heart & soul food

MI­LAD PER­SIAN BISTRO

Pasatiempo - - AMUSE-BOUCHE - can Molly Boyle The New Mex­i­can

The crust forms a deeply tanned, caramelized disk, with but­tery saf­fron streaks that seep into the white mounds be­low in a be­guil­ing om­bré spec­trum. Called tahdig, it trans­lates to what it is, “the bot­tom of the pot” — a rev­e­la­tion of home­cooked rice that tends to be fought over by house­hold mem­bers, prized for a layer of crunchy gold that tops pil­lowy, fra­grant in­di­vid­ual grains. It’s been called the soul food of Per­sian cook­ing — and now it’s read­ily avail­able in Santa Fe. If you only or­der one thing at Mi­lad, the con­tem­po­rary Per­sian bistro that opened on Canyon Road last Novem­ber, get the rice. In this case, woman live by rice alone — though it turns out there are more treats in store. Small, mostly tra­di­tional plates are the heart of this mod­est but el­e­gant space carved out of an old art gallery and helmed by chef-owner Neema Sadeghi, a first-gen­er­a­tion Ira­nian Amer­i­can. When Sadeghi stays on the beaten path of clas­sic Per­sian cui­sine, he hon­ors a sto­ried culi­nary tra­di­tion that rests on the es­sen­tial grace of its fla­vor­ful rice, along with roasted meats, veg­eta­bles, stews, and sal­ads. Hall­marks of Ira­nian hos­pi­tal­ity in­clude a wide va­ri­ety of dishes and co­pi­ous amounts of food, and a diner would do well to re­mem­ber that at Mi­lad — in other words, sit down, pe­ruse the menu, then branch out and get ready to share. The kitchen has a tal­ent with egg­plant: Mirza ghasemi, a roasted au­bergine dip from north­ern Iran, is blended with toasty gar­lic and toma­toes and topped with a metic­u­lously poached egg. Fork­ing into its quiv­ery mem­brane bathes the al­ready sump­tu­ous spread in rich, yolky virtue. Per­sian cooks are fond of say­ing

“Nooshe jan,” be­fore meals, which means “May your soul be nourished” — the mirza ghasemi is a true trans­la­tion of this sen­ti­ment. It’s served with a stack of floury per­fo­rated pita that makes an am­ple ve­hi­cle for a few other ap­pe­tiz­ers, in­clud­ing the restau­rant’s con­sum­mate egg­plant­based dish, the kashk e

badem­jan. Slicked with glis­ten­ing oil, this gar­licky, smooth but nutty spread is stud­ded with tiny ground wal­nuts and mixed with dried yo­gurt and a sprig of fried mint — after one spoon­ful, I im­me­di­ately wanted to dol­lop it onto ev­ery­thing else in sight.

Other items on the ta­ble could have ben­e­fited from the dol­lop­ing, too, as they proved less ex­cit­ing — and, per­haps not co­in­ci­den­tally, less tra­di­tional. The falafel dully melds beets and chick­peas into a cu­ri­ously mushy, floppy tex­ture that’s in­con­sis­tent with ex­pec­ta­tions of well-formed, semi-crisp and bean-rich orbs. (On another oc­ca­sion, the house spe­cial of a spicy car­rot-chick­pea falafel proved tastier and more struc­turally sound.) Vine­gary dol­mas (grape leaves), usu­ally stuffed with beef and rice, also get a lighter treat­ment at Mi­lad, with yel­low split peas, turmeric rice, and golden raisins, but they too make a muted im­pres­sion.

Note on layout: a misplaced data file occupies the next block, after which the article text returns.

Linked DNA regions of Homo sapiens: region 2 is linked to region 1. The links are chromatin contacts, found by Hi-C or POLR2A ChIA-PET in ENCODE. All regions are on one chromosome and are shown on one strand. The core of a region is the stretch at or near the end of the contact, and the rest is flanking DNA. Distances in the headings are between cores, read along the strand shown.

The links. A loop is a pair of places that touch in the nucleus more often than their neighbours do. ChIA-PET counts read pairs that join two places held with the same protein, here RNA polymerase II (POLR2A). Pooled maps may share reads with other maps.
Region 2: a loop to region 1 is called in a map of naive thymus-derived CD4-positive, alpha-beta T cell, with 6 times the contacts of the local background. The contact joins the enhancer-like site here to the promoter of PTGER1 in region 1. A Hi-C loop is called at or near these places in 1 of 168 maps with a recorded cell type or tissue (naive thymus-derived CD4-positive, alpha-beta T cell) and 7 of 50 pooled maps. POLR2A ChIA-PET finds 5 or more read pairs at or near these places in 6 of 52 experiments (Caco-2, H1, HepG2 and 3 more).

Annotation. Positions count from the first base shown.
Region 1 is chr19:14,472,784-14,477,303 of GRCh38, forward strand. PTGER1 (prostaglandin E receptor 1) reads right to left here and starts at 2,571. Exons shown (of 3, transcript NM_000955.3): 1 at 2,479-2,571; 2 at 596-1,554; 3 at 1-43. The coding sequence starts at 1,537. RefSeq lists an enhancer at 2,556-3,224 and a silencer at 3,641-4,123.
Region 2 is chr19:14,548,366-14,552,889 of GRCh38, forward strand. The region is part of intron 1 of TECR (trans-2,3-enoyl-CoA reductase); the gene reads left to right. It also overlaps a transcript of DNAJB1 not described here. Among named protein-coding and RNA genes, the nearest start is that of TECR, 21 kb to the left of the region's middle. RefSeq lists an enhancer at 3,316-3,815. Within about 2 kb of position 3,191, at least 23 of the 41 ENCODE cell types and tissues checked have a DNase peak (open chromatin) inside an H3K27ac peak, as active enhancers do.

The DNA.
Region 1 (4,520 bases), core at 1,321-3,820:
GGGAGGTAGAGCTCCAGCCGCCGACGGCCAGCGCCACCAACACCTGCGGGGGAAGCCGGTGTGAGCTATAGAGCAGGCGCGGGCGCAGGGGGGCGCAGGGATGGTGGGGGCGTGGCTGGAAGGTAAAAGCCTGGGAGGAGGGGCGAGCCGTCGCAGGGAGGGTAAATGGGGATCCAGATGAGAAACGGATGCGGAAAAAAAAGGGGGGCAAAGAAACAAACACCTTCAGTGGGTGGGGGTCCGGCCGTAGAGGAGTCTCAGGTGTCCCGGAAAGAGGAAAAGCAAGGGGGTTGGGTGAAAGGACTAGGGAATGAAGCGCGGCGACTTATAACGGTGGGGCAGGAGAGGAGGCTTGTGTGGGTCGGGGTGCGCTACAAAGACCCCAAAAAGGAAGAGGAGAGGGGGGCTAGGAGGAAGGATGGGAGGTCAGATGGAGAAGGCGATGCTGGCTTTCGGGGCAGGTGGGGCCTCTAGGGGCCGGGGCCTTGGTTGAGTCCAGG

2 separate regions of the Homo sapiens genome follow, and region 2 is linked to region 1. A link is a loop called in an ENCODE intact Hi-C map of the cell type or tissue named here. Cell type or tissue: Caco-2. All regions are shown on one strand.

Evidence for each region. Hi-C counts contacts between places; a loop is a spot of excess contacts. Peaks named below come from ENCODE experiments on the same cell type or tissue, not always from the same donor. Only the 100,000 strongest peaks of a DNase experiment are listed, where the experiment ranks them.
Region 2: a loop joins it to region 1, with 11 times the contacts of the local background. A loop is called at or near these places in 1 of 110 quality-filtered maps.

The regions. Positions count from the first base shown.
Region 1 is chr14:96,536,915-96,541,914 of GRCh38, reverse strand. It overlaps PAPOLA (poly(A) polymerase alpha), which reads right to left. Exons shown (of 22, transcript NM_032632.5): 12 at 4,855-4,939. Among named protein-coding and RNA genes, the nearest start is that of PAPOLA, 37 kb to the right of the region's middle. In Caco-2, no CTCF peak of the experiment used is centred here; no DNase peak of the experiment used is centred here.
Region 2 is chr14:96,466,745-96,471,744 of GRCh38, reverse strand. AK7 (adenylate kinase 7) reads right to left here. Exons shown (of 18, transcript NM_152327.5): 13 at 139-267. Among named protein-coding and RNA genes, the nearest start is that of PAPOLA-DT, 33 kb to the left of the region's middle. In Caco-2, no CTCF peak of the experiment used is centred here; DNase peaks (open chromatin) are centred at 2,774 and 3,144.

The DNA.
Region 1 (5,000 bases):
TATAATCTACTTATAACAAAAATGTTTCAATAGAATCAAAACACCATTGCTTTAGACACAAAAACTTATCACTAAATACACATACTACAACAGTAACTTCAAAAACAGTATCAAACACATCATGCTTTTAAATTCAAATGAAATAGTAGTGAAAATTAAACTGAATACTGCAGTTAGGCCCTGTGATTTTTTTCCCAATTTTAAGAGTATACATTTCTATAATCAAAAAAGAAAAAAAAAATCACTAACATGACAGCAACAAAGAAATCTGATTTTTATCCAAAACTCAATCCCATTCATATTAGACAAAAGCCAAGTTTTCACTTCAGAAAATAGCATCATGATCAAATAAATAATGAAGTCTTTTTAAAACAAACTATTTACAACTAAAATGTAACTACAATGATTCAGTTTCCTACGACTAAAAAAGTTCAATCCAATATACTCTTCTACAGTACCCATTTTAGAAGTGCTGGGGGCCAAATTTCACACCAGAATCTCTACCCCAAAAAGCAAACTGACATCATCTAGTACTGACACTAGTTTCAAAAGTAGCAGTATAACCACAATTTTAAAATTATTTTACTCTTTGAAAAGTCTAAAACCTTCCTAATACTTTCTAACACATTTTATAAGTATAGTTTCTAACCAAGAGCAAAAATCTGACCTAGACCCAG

The main event on the small menu might seem to be the kabobs, of which there are five — beef ten­der­loin, ground beef, chicken, lamb, and

veg­gie. They’re served with more rice, a whole blis­tered roma tomato, and a crisp-cool Shi­razi salad (diced cu­cum­ber, tomato, red onion, lemon, and mint). On my six­teenth birth­day, my friend Vanosheh, whose par­ents had em­i­grated from Tehran to South­ern Cal­i­for­nia decades be­fore, sur­prised me with a back­yard feast fea­tur­ing kabob koobideh, a rather hum­ble-look­ing ob­long skewer of ground beef, gar­lic, su­mac, and onion that nonethe­less proved richly sat­is­fy­ing. Here, it’s a bland mouth­ful, as is the dry chicken skewer, which seemed to have es­caped its ad­ver­tised saf­fron-lemon mari­nade. The lamb kabob is the clear win­ner here, with its pli­ant, nicely roasted meat in a light mint sauce. But after sam­pling the suc­cess of another small plate — sticky-sweet Med­jool dates filled with melted feta cheese and driz­zled with honey — I’d go back to Mi­lad and stick to try­ing more ap­pe­tiz­ers, like the kuku-ye sabzi (herb frit­tata with wal­nuts and bar­ber­ries) or the fe­s­en­jun flat­bread with but­ter­nut squash, pome­gran­ate, caramelized onions, and feta.

For dessert, a cou­ple of scoops of rose­wa­ter and saf­fron La Lecheria ice cream are a wel­come am­brosia — a tonic you may need, de­pend­ing on which of the some­what spacy staff serves you. But a few hic­cups in hos­pi­tal­ity at a new restau­rant are a small price to pay for a dis­tinc­tive din­ing op­por­tu­nity. In the end, ac­cord­ing to the wise words of the mys­tic Rumi, “We pre­fer the in­side of a wal­nut, not the shell.”

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